Should Modi resign as prime minister

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In this excerpt from My Country My Life, L.K. Advani also espouses the mantra he learned in the company of Vajpayee — the sun will rise again.

Let me cite two examples when significant differences arose between Atalji and me. He had some reservations about the BJP getting directly associated with the Ayodhya movement. But being a thorough democrat by conviction and temperament, and always willing to respect the consensus among colleagues, Atalji accepted the collective decision of the party.

The second instance pertains to the time when communal violence broke out in Gujarat after the mass killing of kar sevaks in Godhra in February 2002. The Gujarat government and, in particular, chief minister Narendra Modi attracted severe condemnation on account of the aftermath of the barbaric incident. The demand for Modi’s resignation raised by the opposition parties had reached a crescendo. Some people within the BJP and the ruling NDA coalition also had begun to think that Modi should be asked to quit. However, my view on this matter was totally different. I was convinced, after talking to a large number of people belonging to various sections of society in Gujarat, that Modi was being unfairly targeted. He was, in my opinion, more sinned against than sinning.

I therefore felt that it would be unfair to make Modi, who had become the state’s chief minister less than a year ago, a scapegoat for what was decidedly a complex communal situation. Doing so, I reckoned, could worsen the social fabric in Gujarat in the long term. I knew that Atalji was as profoundly pained as I was due to the happenings in Gujarat. Since the formation of our government in March 1998, we had taken pride in having succeeded in drastically reducing incidents of communal violence in the country. Our performance, prior to 2002, had stood in stark contrast to our opponents’ vile allegations that, once the BJP came to power at the Centre, Muslims and Christians would be at the receiving end of Hindu communal frenzy all over the country. Indeed, Atalji’s government had started earning the goodwill of not only Muslims in India, but also of Muslim countries around the world. All of a sudden, after the outbreak of communal violence in Gujarat, the image of our party and government at the Centre had been hurt due to the vitriolic propaganda by our ideological adversaries.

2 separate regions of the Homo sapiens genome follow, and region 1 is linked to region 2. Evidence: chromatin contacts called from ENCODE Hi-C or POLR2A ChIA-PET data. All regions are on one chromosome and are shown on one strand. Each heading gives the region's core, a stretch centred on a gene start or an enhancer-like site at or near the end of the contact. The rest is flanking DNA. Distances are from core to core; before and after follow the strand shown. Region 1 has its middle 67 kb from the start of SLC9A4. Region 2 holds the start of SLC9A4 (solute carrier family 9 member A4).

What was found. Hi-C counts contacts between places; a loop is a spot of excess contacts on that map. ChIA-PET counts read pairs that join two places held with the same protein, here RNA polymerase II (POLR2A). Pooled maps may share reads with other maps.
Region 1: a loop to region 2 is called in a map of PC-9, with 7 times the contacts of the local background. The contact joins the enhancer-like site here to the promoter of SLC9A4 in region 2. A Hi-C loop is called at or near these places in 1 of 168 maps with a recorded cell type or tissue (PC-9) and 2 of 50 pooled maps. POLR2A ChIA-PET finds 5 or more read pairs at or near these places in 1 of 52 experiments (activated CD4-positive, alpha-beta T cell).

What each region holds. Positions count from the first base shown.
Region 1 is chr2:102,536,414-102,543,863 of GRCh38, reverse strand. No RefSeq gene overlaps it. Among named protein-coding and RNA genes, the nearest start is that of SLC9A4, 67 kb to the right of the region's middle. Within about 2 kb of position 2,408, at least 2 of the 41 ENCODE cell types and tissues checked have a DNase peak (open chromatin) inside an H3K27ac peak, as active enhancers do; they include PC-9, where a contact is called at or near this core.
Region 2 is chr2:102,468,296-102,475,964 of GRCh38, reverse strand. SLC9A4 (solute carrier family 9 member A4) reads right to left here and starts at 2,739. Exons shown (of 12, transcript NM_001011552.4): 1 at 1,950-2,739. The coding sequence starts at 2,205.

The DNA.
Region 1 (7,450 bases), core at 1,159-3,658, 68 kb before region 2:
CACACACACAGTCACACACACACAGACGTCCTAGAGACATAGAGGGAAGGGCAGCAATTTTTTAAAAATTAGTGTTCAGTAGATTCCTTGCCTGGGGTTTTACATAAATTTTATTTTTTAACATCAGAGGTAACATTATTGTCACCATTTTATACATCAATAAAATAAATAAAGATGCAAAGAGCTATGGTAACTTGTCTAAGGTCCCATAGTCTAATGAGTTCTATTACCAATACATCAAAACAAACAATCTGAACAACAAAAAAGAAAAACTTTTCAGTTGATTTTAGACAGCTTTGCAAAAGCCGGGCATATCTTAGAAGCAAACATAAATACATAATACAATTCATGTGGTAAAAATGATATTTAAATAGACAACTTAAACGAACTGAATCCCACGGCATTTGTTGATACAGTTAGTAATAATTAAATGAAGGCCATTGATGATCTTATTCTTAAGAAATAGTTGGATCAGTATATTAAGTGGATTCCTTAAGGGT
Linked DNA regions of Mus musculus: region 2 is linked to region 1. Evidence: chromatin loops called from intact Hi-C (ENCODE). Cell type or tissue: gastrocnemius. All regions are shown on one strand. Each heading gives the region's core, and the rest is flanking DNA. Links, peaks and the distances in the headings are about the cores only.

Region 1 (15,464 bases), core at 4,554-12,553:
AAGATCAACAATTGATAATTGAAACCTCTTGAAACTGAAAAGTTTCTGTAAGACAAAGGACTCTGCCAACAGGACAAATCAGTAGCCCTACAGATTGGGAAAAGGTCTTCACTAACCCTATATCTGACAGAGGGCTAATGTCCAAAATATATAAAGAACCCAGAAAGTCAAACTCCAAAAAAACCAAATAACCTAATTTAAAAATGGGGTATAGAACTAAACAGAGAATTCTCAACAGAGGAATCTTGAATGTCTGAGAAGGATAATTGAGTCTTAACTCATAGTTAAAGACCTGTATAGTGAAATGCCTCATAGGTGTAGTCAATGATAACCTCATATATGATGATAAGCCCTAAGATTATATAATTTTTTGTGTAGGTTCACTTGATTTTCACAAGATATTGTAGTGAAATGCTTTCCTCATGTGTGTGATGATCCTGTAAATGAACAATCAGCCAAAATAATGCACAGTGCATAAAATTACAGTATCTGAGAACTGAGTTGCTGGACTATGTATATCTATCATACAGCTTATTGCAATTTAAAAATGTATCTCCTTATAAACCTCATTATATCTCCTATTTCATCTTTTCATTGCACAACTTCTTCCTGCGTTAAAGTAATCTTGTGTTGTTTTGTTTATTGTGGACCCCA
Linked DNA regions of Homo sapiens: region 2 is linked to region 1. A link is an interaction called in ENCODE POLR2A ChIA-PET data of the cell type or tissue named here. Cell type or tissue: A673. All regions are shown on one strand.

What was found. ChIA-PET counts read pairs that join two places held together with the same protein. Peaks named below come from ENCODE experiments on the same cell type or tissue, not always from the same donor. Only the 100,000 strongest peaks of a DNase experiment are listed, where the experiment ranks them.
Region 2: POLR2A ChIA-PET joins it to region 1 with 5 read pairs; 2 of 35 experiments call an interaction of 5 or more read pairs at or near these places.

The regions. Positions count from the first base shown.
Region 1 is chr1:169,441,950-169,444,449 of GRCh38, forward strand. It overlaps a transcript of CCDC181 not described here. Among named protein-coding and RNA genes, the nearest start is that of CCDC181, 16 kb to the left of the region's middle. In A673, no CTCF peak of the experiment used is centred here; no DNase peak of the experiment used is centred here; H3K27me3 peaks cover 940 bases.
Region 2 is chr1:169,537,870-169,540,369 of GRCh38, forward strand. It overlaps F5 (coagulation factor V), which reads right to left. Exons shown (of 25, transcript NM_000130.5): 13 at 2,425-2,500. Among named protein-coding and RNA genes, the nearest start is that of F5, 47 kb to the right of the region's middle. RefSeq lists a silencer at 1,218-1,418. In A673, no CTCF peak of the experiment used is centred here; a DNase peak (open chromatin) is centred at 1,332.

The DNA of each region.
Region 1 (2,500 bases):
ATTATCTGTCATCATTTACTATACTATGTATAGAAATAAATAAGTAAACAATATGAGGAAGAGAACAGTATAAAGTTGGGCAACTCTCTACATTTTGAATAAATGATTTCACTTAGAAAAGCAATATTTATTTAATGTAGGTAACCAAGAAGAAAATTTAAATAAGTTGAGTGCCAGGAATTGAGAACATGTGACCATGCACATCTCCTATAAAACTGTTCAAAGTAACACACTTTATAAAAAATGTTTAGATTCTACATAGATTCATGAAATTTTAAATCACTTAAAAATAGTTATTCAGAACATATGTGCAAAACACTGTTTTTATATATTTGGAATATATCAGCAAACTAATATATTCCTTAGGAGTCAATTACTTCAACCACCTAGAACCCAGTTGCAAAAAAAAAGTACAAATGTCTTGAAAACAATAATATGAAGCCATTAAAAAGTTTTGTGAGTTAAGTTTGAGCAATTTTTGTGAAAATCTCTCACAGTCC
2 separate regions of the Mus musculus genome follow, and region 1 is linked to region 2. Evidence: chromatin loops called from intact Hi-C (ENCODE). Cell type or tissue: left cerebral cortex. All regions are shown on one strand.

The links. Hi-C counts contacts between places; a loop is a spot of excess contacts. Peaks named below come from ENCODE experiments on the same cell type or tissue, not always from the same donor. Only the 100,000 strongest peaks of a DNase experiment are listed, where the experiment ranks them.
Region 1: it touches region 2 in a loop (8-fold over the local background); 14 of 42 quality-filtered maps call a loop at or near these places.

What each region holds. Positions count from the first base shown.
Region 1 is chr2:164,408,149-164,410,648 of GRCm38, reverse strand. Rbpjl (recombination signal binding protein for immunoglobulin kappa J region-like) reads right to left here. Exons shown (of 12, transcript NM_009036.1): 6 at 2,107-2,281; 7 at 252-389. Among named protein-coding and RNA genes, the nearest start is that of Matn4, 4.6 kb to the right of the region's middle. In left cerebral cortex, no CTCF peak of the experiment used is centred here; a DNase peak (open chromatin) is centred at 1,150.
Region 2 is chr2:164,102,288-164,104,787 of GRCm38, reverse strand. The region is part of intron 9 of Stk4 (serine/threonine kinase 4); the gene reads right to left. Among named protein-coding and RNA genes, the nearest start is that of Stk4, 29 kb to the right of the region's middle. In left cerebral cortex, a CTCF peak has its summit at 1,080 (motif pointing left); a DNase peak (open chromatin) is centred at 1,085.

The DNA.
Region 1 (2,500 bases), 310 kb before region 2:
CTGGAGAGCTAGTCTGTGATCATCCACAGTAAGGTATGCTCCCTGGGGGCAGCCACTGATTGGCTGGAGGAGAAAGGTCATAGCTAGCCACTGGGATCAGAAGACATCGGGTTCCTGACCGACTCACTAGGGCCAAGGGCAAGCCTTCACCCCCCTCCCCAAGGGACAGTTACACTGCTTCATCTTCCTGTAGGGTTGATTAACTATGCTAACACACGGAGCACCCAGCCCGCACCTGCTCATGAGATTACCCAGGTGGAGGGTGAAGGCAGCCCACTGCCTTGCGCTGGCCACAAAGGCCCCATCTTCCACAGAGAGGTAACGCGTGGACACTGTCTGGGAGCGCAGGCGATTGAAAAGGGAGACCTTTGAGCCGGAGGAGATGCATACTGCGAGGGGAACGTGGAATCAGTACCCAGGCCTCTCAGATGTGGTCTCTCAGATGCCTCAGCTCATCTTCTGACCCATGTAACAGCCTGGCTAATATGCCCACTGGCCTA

This was weighing on Atalji’s mind. He felt that something needed to be done, some affirmative action needed to be taken. Meanwhile, pressure was mounting on him to ask Modi to resign. Although Atalji had not expressed his view explicitly on this matter, I knew that he favoured Modi’s resignation. And he knew that I disfavoured it.